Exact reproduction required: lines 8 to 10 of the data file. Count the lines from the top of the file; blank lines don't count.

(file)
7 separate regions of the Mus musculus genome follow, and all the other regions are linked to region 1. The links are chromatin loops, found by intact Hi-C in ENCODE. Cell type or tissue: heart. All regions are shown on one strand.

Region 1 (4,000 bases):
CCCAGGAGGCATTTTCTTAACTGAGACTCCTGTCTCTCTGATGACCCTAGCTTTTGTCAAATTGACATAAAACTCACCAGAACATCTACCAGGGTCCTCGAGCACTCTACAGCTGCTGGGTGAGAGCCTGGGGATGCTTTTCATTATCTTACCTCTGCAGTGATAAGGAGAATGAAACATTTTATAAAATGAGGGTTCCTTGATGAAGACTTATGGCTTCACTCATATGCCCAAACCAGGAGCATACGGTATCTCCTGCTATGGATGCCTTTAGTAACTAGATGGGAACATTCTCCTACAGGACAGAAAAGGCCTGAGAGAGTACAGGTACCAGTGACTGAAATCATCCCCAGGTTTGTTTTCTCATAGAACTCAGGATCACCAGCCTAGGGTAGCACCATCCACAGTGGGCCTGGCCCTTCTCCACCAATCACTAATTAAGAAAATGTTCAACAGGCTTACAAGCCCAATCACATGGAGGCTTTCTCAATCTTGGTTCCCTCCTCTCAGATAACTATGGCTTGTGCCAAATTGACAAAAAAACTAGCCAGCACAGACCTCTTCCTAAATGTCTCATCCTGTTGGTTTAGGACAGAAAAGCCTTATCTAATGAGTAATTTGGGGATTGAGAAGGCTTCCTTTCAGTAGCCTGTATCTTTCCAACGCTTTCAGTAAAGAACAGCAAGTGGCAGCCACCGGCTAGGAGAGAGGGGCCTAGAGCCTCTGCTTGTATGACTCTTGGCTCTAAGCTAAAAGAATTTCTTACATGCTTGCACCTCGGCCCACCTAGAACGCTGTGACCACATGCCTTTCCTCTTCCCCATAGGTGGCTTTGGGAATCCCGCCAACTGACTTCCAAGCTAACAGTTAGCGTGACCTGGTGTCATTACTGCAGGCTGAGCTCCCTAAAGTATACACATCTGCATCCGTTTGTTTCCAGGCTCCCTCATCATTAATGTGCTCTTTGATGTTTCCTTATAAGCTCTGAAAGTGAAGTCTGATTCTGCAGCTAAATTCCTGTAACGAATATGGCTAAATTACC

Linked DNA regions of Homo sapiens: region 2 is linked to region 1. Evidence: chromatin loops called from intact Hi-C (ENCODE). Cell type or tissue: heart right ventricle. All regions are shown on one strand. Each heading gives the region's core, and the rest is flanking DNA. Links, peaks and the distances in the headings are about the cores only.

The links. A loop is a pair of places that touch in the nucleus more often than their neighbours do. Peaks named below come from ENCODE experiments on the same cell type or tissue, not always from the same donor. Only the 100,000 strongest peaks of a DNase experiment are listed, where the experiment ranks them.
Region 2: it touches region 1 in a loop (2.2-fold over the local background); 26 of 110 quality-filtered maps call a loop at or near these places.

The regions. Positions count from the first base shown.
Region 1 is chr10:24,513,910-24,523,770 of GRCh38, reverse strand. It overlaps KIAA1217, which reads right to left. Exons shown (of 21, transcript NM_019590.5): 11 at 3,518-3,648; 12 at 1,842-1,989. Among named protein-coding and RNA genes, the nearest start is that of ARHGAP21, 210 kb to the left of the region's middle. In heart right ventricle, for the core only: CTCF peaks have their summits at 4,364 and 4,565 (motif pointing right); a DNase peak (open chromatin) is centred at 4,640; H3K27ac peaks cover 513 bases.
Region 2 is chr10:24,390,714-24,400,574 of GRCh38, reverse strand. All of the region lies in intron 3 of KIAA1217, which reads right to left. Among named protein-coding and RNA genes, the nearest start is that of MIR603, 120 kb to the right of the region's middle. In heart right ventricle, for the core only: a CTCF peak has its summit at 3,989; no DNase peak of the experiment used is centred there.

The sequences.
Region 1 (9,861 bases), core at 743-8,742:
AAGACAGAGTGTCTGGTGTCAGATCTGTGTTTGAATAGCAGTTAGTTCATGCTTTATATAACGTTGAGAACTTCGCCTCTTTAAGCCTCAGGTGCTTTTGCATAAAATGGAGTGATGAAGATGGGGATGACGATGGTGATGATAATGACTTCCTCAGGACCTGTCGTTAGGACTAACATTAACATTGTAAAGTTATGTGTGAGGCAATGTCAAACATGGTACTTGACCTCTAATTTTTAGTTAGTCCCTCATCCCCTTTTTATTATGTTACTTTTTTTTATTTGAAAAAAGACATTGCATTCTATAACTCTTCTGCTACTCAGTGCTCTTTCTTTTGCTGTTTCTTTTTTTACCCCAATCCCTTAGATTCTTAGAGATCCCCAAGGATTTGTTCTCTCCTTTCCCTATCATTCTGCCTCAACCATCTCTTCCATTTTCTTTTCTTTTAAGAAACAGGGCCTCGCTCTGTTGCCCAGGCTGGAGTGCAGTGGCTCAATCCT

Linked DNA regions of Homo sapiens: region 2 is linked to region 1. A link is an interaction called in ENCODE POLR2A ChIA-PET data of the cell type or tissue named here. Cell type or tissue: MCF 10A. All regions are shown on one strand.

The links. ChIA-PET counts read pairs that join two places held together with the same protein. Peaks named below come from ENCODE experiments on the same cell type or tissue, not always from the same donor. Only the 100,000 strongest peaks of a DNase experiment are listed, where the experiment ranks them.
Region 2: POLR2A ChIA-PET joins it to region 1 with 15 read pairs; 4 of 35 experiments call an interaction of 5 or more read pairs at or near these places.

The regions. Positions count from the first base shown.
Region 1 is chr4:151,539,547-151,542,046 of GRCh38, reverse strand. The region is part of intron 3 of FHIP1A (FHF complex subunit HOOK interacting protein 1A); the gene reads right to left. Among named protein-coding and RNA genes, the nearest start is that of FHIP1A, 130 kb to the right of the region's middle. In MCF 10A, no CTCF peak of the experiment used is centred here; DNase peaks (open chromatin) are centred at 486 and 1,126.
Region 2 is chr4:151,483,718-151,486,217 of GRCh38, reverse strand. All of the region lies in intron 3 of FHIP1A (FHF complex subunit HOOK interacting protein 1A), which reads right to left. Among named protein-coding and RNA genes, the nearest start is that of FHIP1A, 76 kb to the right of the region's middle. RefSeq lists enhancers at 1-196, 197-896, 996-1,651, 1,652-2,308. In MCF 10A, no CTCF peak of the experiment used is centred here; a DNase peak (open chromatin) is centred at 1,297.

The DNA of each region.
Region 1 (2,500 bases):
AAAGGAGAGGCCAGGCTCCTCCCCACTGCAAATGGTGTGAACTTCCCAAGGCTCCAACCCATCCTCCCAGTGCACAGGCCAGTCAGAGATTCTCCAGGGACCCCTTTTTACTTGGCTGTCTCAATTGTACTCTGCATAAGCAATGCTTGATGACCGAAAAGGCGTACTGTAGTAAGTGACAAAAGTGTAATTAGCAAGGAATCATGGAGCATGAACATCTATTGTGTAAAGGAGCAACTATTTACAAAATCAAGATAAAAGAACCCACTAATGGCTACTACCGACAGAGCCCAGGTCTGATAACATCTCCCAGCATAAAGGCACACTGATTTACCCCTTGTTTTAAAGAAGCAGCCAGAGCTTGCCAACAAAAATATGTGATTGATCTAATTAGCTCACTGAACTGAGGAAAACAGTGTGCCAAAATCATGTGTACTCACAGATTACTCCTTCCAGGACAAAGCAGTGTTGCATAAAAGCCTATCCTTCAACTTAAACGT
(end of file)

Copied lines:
Region 1 is chr10:24,513,910-24,523,770 of GRCh38, reverse strand. It overlaps KIAA1217, which reads right to left. Exons shown (of 21, transcript NM_019590.5): 11 at 3,518-3,648; 12 at 1,842-1,989. Among named protein-coding and RNA genes, the nearest start is that of ARHGAP21, 210 kb to the left of the region's middle. In heart right ventricle, for the core only: CTCF peaks have their summits at 4,364 and 4,565 (motif pointing right); a DNase peak (open chromatin) is centred at 4,640; H3K27ac peaks cover 513 bases.
Region 2 is chr10:24,390,714-24,400,574 of GRCh38, reverse strand. All of the region lies in intron 3 of KIAA1217, which reads right to left. Among named protein-coding and RNA genes, the nearest start is that of MIR603, 120 kb to the right of the region's middle. In heart right ventricle, for the core only: a CTCF peak has its summit at 3,989; no DNase peak of the experiment used is centred there.

The sequences.